What other genres of music do you like?

I can honestly say that I like anything of quality from any musical field. It worries me when people say they only like one genre. It normally reflects in their personality.

Who are your influences in the electronic world?

I don't really have specific influences in the electronic world. I kind of just pick up things I like along the way, retain them in my brain, then mix them up with my true musical influences. The 'old' guys. Pre electronic.

Do you envision trying other electronic styles, or even other genres entirely?

I think I'm heading back to my roots. Soul, jazz and jazz funk. But like many people I am desperate to do a fully orchestrated film music project.

What do you want your listeners' minds to conjure when listening to Fragile State?

It would be really dictatorial to tell people what to see or think to our music. I hope they get a slight sense of what I felt during the making of it. The feeling of the overwhelming magnitude of life; and the inability to control or affect much of what goes on around you... Or they could picture a nice horse!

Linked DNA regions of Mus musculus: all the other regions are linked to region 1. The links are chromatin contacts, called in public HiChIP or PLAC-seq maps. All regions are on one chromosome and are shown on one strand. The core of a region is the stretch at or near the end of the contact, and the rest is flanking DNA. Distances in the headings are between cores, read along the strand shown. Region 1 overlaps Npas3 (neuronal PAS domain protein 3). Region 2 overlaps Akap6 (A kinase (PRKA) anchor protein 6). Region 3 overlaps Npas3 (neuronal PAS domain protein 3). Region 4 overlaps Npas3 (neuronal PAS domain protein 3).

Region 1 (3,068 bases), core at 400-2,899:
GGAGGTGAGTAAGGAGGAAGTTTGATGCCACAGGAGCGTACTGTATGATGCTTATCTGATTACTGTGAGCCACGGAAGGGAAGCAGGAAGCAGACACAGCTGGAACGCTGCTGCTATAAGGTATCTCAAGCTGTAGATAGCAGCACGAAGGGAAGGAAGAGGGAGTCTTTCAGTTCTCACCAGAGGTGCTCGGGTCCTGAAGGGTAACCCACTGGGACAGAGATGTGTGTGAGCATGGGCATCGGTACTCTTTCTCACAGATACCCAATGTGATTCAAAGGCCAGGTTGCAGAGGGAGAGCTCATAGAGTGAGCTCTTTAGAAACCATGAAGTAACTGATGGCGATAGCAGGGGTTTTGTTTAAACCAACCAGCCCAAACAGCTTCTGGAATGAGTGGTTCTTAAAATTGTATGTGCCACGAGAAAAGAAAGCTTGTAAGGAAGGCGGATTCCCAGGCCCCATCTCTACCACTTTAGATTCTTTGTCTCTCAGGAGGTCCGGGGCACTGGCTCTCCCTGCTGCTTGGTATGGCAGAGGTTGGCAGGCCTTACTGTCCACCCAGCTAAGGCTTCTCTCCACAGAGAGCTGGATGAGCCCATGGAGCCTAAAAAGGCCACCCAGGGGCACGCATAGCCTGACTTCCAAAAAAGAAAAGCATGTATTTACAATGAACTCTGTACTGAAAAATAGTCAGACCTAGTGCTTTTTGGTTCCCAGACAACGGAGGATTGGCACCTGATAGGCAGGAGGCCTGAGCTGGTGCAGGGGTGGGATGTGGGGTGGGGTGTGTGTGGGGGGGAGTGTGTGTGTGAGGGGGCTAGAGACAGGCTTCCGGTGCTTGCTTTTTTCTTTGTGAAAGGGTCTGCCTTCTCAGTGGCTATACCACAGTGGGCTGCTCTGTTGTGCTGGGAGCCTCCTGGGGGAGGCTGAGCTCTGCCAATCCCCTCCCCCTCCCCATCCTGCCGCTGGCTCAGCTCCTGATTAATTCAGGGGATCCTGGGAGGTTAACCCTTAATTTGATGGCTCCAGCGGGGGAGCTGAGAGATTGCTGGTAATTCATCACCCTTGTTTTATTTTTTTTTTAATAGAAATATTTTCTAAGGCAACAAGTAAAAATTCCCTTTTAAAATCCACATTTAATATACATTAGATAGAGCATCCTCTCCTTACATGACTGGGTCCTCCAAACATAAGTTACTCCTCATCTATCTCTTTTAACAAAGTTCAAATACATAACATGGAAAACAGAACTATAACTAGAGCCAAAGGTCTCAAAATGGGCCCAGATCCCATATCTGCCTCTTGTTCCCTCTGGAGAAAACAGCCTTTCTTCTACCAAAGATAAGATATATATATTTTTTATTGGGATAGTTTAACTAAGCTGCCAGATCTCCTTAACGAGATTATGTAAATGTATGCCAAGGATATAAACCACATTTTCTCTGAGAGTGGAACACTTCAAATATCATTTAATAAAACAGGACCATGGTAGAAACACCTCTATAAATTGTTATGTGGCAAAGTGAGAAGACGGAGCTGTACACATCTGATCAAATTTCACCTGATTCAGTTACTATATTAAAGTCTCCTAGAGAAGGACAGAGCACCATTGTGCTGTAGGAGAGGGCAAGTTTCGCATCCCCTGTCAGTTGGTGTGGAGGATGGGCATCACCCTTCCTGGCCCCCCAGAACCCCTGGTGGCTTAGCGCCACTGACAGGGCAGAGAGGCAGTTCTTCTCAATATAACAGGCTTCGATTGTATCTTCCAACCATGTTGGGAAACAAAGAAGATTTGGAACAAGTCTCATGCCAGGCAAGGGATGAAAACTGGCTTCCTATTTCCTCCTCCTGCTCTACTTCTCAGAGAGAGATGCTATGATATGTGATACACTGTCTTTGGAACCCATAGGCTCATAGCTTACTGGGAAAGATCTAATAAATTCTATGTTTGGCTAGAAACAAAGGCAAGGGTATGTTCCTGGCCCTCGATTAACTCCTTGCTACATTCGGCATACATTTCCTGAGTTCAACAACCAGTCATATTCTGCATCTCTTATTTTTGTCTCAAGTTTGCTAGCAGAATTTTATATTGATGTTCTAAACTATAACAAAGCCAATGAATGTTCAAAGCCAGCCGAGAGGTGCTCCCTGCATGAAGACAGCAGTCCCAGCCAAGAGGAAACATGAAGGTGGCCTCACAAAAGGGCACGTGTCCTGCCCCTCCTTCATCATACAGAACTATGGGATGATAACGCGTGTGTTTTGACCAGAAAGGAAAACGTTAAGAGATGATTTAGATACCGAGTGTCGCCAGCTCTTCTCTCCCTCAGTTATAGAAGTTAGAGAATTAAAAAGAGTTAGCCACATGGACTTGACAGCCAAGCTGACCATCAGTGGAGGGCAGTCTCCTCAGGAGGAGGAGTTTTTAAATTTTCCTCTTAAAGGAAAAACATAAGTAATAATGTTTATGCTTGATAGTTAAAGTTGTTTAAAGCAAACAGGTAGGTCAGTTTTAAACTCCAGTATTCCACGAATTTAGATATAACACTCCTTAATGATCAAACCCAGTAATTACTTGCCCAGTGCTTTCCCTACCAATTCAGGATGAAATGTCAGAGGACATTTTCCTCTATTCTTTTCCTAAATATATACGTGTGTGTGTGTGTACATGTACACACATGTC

Where did you come up with the band name?

Whilst making the first album, both Ben and myself were suffering health problems. One morning when Ben came over to work, he looked at me and said "you look a bit fragile this morning" and I said "yeah, and you look a right state!". I'm sure you can work out the rest.... It coincidentally ties in rather nicely with the delicate nature of the music.

What's with the naked woman on the front of the new CD, (not that anyone's complaining, not me, anyway)?

It is purely part of the collage put together by the cover artists. I think it looks good in ways beyond just her nudity. It looks beautiful in a compositional sense. But in actual fact, the naked woman seems to be a running theme with records released by our record label 'bar de lune'.